At CES 2014, NVIDIA announced that its new Tegra K1 mobile processor will help self-driving cars to feature a variety of auto applications.
With its automotive-grade version of the same GPU that powers the world’s 10 most energy-efficient supercomputers, the NVIDIA Tegra K1 features a quad-core CPU and a 192-core GPU using the NVIDIA Kepler architecture.
Tegra K1 will drive camera-based, advanced driver assistance systems (ADAS) — such as pedestrian detection, blind-spot monitoring, lane-departure warning and street sign recognition — and can also monitor driver alertness via a dashboard-mounted camera.
“To process the steady deluge of sensor and camera data required by a self-driving car, NVIDIA is bringing highly energy-efficient supercomputer technology inside the vehicle,” said Taner Ozcelik, vice president and general manager of the Automotive business at NVIDIA.
The Tegra K1 is also the first mobile processor to support CUDA — the parallel computing platform at the heart of modern computer vision. In its automotive-grade form, this super chip is hardened to withstand a wider range of temperatures and withstand harsher operating conditions.
Tegra K1 processor excels at creating razor-sharp, photo-real 3D graphics. Using NVIDIA’s Material Definition Language — which simulates how light reflects and refracts off of actual materials — digital instrument clusters and infotainment systems can be customized with a wide range of virtual materials, from copper, titanium and brushed aluminum, to stitched leather and carbon fiber.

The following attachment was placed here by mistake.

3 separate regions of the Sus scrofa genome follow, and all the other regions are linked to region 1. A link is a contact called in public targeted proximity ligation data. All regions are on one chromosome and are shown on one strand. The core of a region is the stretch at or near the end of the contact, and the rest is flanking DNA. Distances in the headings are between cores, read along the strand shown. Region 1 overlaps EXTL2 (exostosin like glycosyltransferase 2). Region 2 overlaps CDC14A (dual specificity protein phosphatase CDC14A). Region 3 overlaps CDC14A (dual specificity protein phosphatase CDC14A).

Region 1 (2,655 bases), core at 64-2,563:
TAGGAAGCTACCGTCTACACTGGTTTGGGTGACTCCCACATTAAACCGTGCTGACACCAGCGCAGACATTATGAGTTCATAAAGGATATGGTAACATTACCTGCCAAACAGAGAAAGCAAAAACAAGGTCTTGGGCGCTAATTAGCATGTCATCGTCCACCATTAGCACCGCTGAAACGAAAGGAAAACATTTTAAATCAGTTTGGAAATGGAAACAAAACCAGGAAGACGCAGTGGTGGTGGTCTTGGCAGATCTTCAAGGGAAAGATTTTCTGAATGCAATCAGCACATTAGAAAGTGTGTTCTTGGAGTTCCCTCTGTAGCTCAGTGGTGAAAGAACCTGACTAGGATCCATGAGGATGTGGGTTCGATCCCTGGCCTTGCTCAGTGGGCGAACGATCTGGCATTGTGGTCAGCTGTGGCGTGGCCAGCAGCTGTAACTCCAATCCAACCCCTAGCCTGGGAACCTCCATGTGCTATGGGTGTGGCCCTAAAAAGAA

Libraries of photo-realistic rendered material provide a nearly limitless range of customizable digital cockpit configurations. These allow drivers to configure their gauges, controls and dials to suit their unique tastes.
Tegra K1 opens a new chapter for Audi to deliver revolutionary supercomputing advances to the car, paving the way to piloted driving experiences.
“Audi and NVIDIA have a long, deep partnership, in which we’ve utilized three generations of Tegra to bring industry-leading capabilities to the instrument cluster, infotainment and rear seat entertainment systems,” said Ricky Hudi, chief executive engineer of electrics/electronics at Audi.
Tegra K1 will be available to automotive OEMs and Tier 1 suppliers as a visual computing module (VCM), an innovative design first introduced two years ago. The Tegra K1 VCM delivers a full computer system for the vehicle, capable of running various operating systems including QNX, Android, Linux or Windows.
The Tegra VCM allows in-vehicle systems to be easily upgraded as newer hardware becomes available, closing the gap between the rapid pace of innovation in the consumer electronics space and the longer development lifecycles typically experienced in the automotive industry.